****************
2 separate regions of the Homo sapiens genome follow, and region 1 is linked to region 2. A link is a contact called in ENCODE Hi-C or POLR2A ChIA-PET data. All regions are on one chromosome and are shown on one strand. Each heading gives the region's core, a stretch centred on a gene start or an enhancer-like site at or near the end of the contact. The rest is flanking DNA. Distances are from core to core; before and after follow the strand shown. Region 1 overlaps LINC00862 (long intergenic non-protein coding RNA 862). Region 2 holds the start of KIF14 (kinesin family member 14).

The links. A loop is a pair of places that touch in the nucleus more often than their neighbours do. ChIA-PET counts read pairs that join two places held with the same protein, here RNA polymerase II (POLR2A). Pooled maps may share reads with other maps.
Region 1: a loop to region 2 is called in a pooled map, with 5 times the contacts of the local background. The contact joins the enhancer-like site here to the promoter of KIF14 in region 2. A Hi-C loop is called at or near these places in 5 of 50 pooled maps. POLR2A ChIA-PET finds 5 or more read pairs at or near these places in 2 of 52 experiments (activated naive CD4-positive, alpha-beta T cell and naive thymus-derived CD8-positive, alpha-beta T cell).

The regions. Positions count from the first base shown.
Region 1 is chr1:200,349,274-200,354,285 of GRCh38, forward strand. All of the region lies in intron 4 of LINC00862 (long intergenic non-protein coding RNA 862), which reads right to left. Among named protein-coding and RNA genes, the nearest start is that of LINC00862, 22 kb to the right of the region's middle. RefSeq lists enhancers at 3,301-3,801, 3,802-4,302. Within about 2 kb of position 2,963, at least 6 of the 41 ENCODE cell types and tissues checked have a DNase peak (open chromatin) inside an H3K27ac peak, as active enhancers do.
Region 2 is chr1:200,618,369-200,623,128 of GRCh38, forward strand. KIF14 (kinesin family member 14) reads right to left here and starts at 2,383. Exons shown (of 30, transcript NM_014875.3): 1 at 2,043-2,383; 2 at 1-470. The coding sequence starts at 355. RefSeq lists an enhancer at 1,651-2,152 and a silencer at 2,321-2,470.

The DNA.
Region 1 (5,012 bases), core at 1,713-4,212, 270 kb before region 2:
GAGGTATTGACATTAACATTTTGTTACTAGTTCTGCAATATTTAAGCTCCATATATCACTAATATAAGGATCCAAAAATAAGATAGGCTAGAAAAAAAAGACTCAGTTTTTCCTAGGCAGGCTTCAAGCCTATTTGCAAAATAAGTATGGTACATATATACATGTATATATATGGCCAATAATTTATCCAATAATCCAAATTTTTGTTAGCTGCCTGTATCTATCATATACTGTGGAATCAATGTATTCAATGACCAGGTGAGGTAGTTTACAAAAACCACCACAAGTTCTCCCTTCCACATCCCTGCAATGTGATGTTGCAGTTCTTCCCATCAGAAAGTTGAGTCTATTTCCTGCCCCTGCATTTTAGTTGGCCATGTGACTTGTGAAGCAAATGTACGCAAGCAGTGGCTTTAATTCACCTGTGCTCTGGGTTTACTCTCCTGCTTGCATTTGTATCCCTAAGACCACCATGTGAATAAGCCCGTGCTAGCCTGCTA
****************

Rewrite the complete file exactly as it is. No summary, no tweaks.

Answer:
2 separate regions of the Homo sapiens genome follow, and region 1 is linked to region 2. A link is a contact called in ENCODE Hi-C or POLR2A ChIA-PET data. All regions are on one chromosome and are shown on one strand. Each heading gives the region's core, a stretch centred on a gene start or an enhancer-like site at or near the end of the contact. The rest is flanking DNA. Distances are from core to core; before and after follow the strand shown. Region 1 overlaps LINC00862 (long intergenic non-protein coding RNA 862). Region 2 holds the start of KIF14 (kinesin family member 14).

The links. A loop is a pair of places that touch in the nucleus more often than their neighbours do. ChIA-PET counts read pairs that join two places held with the same protein, here RNA polymerase II (POLR2A). Pooled maps may share reads with other maps.
Region 1: a loop to region 2 is called in a pooled map, with 5 times the contacts of the local background. The contact joins the enhancer-like site here to the promoter of KIF14 in region 2. A Hi-C loop is called at or near these places in 5 of 50 pooled maps. POLR2A ChIA-PET finds 5 or more read pairs at or near these places in 2 of 52 experiments (activated naive CD4-positive, alpha-beta T cell and naive thymus-derived CD8-positive, alpha-beta T cell).

The regions. Positions count from the first base shown.
Region 1 is chr1:200,349,274-200,354,285 of GRCh38, forward strand. All of the region lies in intron 4 of LINC00862 (long intergenic non-protein coding RNA 862), which reads right to left. Among named protein-coding and RNA genes, the nearest start is that of LINC00862, 22 kb to the right of the region's middle. RefSeq lists enhancers at 3,301-3,801, 3,802-4,302. Within about 2 kb of position 2,963, at least 6 of the 41 ENCODE cell types and tissues checked have a DNase peak (open chromatin) inside an H3K27ac peak, as active enhancers do.
Region 2 is chr1:200,618,369-200,623,128 of GRCh38, forward strand. KIF14 (kinesin family member 14) reads right to left here and starts at 2,383. Exons shown (of 30, transcript NM_014875.3): 1 at 2,043-2,383; 2 at 1-470. The coding sequence starts at 355. RefSeq lists an enhancer at 1,651-2,152 and a silencer at 2,321-2,470.

The DNA.
Region 1 (5,012 bases), core at 1,713-4,212, 270 kb before region 2:
GAGGTATTGACATTAACATTTTGTTACTAGTTCTGCAATATTTAAGCTCCATATATCACTAATATAAGGATCCAAAAATAAGATAGGCTAGAAAAAAAAGACTCAGTTTTTCCTAGGCAGGCTTCAAGCCTATTTGCAAAATAAGTATGGTACATATATACATGTATATATATGGCCAATAATTTATCCAATAATCCAAATTTTTGTTAGCTGCCTGTATCTATCATATACTGTGGAATCAATGTATTCAATGACCAGGTGAGGTAGTTTACAAAAACCACCACAAGTTCTCCCTTCCACATCCCTGCAATGTGATGTTGCAGTTCTTCCCATCAGAAAGTTGAGTCTATTTCCTGCCCCTGCATTTTAGTTGGCCATGTGACTTGTGAAGCAAATGTACGCAAGCAGTGGCTTTAATTCACCTGTGCTCTGGGTTTACTCTCCTGCTTGCATTTGTATCCCTAAGACCACCATGTGAATAAGCCCGTGCTAGCCTGCTA